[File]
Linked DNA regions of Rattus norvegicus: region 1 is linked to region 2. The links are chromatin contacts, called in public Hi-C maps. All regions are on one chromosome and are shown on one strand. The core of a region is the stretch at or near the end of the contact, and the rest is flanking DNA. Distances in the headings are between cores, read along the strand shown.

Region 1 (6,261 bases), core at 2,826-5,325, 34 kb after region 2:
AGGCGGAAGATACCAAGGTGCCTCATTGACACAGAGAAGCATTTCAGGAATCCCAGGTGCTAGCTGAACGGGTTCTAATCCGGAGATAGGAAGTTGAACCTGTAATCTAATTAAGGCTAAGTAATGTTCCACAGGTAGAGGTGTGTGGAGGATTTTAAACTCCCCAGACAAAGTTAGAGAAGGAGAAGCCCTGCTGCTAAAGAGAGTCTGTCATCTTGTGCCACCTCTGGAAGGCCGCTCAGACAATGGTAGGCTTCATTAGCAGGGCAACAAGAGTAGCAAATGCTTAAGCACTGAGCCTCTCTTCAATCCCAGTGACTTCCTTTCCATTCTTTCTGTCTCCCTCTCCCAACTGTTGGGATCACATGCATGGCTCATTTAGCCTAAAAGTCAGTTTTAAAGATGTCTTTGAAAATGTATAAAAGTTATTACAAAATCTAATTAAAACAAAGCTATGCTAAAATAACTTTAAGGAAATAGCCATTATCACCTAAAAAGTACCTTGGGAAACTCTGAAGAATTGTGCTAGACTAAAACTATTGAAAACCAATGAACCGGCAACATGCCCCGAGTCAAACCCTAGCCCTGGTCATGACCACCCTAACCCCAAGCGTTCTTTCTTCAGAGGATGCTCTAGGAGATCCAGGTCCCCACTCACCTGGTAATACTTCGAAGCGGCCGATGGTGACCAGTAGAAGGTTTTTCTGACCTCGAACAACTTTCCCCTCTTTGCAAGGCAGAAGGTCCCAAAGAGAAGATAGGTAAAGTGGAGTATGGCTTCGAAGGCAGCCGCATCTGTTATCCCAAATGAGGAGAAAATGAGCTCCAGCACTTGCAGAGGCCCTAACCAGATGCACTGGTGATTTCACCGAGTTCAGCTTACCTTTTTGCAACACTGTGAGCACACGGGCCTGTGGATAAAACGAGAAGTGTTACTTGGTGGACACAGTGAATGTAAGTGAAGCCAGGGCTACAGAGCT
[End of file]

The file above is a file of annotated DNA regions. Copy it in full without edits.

Linked DNA regions of Rattus norvegicus: region 1 is linked to region 2. The links are chromatin contacts, called in public Hi-C maps. All regions are on one chromosome and are shown on one strand. The core of a region is the stretch at or near the end of the contact, and the rest is flanking DNA. Distances in the headings are between cores, read along the strand shown.

Region 1 (6,261 bases), core at 2,826-5,325, 34 kb after region 2:
AGGCGGAAGATACCAAGGTGCCTCATTGACACAGAGAAGCATTTCAGGAATCCCAGGTGCTAGCTGAACGGGTTCTAATCCGGAGATAGGAAGTTGAACCTGTAATCTAATTAAGGCTAAGTAATGTTCCACAGGTAGAGGTGTGTGGAGGATTTTAAACTCCCCAGACAAAGTTAGAGAAGGAGAAGCCCTGCTGCTAAAGAGAGTCTGTCATCTTGTGCCACCTCTGGAAGGCCGCTCAGACAATGGTAGGCTTCATTAGCAGGGCAACAAGAGTAGCAAATGCTTAAGCACTGAGCCTCTCTTCAATCCCAGTGACTTCCTTTCCATTCTTTCTGTCTCCCTCTCCCAACTGTTGGGATCACATGCATGGCTCATTTAGCCTAAAAGTCAGTTTTAAAGATGTCTTTGAAAATGTATAAAAGTTATTACAAAATCTAATTAAAACAAAGCTATGCTAAAATAACTTTAAGGAAATAGCCATTATCACCTAAAAAGTACCTTGGGAAACTCTGAAGAATTGTGCTAGACTAAAACTATTGAAAACCAATGAACCGGCAACATGCCCCGAGTCAAACCCTAGCCCTGGTCATGACCACCCTAACCCCAAGCGTTCTTTCTTCAGAGGATGCTCTAGGAGATCCAGGTCCCCACTCACCTGGTAATACTTCGAAGCGGCCGATGGTGACCAGTAGAAGGTTTTTCTGACCTCGAACAACTTTCCCCTCTTTGCAAGGCAGAAGGTCCCAAAGAGAAGATAGGTAAAGTGGAGTATGGCTTCGAAGGCAGCCGCATCTGTTATCCCAAATGAGGAGAAAATGAGCTCCAGCACTTGCAGAGGCCCTAACCAGATGCACTGGTGATTTCACCGAGTTCAGCTTACCTTTTTGCAACACTGTGAGCACACGGGCCTGTGGATAAAACGAGAAGTGTTACTTGGTGGACACAGTGAATGTAAGTGAAGCCAGGGCTACAGAGCT